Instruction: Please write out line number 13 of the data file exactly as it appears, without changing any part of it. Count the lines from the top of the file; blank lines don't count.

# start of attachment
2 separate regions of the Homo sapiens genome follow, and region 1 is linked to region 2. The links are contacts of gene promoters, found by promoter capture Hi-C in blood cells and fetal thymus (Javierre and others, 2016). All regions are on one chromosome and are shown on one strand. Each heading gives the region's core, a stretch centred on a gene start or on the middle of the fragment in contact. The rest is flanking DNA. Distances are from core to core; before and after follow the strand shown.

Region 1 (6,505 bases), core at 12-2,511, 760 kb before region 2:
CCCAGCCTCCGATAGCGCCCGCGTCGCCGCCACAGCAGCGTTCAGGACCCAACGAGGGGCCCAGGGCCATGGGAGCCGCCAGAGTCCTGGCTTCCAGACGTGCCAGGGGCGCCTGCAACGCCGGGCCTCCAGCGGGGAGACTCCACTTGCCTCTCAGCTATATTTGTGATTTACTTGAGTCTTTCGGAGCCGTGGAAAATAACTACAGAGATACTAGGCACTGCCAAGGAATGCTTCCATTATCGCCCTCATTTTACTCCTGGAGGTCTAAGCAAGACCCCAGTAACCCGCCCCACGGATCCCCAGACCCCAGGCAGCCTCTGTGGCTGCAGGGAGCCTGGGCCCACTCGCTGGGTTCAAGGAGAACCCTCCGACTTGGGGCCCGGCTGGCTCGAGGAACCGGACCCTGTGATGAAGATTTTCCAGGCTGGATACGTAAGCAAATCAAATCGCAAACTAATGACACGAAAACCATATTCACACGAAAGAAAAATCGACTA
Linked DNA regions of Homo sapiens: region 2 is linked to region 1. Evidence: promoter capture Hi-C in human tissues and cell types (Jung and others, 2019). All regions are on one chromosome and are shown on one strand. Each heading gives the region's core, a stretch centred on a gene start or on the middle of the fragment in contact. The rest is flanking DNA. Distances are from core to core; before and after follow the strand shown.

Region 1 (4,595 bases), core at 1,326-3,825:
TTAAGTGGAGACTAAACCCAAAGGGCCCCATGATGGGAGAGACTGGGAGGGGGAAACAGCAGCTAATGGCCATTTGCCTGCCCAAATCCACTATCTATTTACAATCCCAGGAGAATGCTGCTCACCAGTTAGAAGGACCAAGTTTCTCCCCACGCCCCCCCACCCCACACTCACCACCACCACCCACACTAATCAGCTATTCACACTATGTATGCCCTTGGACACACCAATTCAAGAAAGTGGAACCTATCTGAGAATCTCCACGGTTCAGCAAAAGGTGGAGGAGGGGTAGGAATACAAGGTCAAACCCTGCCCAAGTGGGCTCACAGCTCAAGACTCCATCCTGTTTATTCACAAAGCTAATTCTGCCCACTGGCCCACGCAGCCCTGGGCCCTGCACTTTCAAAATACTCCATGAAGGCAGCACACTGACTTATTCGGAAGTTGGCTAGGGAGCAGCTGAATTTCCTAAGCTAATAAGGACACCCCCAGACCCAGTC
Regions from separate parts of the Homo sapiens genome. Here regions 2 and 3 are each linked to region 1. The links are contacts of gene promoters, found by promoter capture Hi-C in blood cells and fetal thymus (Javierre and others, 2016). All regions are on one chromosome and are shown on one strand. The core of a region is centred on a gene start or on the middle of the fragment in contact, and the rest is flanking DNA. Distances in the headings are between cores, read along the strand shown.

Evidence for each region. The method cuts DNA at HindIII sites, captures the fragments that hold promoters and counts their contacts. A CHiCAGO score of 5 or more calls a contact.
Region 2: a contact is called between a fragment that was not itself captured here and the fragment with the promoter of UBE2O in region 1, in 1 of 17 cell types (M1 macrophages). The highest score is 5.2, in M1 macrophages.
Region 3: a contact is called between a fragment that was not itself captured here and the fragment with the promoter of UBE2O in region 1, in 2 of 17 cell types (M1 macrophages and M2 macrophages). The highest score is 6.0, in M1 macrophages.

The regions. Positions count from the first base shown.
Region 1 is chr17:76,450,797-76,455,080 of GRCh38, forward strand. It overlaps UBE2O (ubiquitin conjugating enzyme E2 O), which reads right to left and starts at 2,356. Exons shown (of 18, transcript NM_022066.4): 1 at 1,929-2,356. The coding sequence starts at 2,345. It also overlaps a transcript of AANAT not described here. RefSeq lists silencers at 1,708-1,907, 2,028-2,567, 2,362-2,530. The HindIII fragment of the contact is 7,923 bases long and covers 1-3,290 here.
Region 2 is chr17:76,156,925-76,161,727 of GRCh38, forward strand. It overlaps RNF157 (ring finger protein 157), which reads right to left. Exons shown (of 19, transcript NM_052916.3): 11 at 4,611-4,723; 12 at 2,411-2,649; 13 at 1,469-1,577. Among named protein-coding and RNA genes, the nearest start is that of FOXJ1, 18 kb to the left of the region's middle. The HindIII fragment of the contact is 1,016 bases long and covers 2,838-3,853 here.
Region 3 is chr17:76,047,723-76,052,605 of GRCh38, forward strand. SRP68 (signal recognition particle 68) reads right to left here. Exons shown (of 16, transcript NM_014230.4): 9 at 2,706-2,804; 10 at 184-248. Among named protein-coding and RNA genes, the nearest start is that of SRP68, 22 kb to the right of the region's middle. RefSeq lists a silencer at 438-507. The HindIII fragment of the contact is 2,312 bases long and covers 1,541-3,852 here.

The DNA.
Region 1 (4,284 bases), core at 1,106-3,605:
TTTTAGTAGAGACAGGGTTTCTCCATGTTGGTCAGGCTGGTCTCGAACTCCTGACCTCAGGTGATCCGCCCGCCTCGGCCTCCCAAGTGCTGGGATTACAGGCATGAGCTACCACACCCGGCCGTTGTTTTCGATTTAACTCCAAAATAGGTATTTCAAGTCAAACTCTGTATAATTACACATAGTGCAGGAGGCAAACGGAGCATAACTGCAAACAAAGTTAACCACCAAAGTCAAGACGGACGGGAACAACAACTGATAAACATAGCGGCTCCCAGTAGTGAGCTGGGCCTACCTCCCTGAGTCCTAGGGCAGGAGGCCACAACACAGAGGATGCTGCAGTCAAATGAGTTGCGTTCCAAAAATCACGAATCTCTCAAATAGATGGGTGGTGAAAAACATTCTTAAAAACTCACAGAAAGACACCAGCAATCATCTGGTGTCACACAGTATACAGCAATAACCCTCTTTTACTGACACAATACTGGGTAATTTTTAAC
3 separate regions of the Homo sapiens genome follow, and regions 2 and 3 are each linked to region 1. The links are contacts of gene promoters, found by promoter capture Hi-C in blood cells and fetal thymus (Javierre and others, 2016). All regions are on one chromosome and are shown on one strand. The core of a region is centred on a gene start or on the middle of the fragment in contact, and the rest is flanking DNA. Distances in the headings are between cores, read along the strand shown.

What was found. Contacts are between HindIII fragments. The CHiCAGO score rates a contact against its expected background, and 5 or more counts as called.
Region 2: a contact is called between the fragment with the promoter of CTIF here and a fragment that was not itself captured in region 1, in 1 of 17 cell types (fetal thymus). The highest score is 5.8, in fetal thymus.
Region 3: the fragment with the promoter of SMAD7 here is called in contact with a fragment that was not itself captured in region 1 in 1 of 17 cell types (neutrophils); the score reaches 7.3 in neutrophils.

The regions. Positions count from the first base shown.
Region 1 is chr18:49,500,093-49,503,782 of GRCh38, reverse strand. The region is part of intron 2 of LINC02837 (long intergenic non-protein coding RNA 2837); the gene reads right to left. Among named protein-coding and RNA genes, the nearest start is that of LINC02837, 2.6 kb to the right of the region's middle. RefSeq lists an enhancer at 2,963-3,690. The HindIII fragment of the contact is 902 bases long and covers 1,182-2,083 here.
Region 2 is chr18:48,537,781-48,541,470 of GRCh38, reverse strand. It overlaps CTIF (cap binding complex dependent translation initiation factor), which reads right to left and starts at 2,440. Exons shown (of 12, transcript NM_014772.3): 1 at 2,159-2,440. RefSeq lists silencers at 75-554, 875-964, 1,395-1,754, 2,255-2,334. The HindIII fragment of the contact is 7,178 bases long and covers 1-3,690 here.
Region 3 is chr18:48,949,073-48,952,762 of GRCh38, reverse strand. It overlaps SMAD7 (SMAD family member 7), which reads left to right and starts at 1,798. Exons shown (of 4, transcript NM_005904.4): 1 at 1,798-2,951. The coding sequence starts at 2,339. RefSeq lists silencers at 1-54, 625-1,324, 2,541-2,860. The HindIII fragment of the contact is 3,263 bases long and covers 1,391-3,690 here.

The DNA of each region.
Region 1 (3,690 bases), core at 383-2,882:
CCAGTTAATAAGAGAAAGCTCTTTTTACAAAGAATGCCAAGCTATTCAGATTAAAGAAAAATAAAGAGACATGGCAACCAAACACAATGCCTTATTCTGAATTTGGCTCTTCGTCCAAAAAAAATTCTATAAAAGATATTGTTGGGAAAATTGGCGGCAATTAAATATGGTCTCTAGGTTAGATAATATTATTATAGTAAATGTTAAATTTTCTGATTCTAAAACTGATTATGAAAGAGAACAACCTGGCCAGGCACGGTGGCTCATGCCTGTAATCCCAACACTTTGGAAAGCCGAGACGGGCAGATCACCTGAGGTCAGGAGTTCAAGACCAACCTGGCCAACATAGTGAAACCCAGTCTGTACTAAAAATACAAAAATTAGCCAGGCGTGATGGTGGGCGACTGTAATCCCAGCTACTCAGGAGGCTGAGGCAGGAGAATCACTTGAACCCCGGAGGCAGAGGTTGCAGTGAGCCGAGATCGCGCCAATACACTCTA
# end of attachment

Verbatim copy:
Region 2 is chr17:76,156,925-76,161,727 of GRCh38, forward strand. It overlaps RNF157 (ring finger protein 157), which reads right to left. Exons shown (of 19, transcript NM_052916.3): 11 at 4,611-4,723; 12 at 2,411-2,649; 13 at 1,469-1,577. Among named protein-coding and RNA genes, the nearest start is that of FOXJ1, 18 kb to the left of the region's middle. The HindIII fragment of the contact is 1,016 bases long and covers 2,838-3,853 here.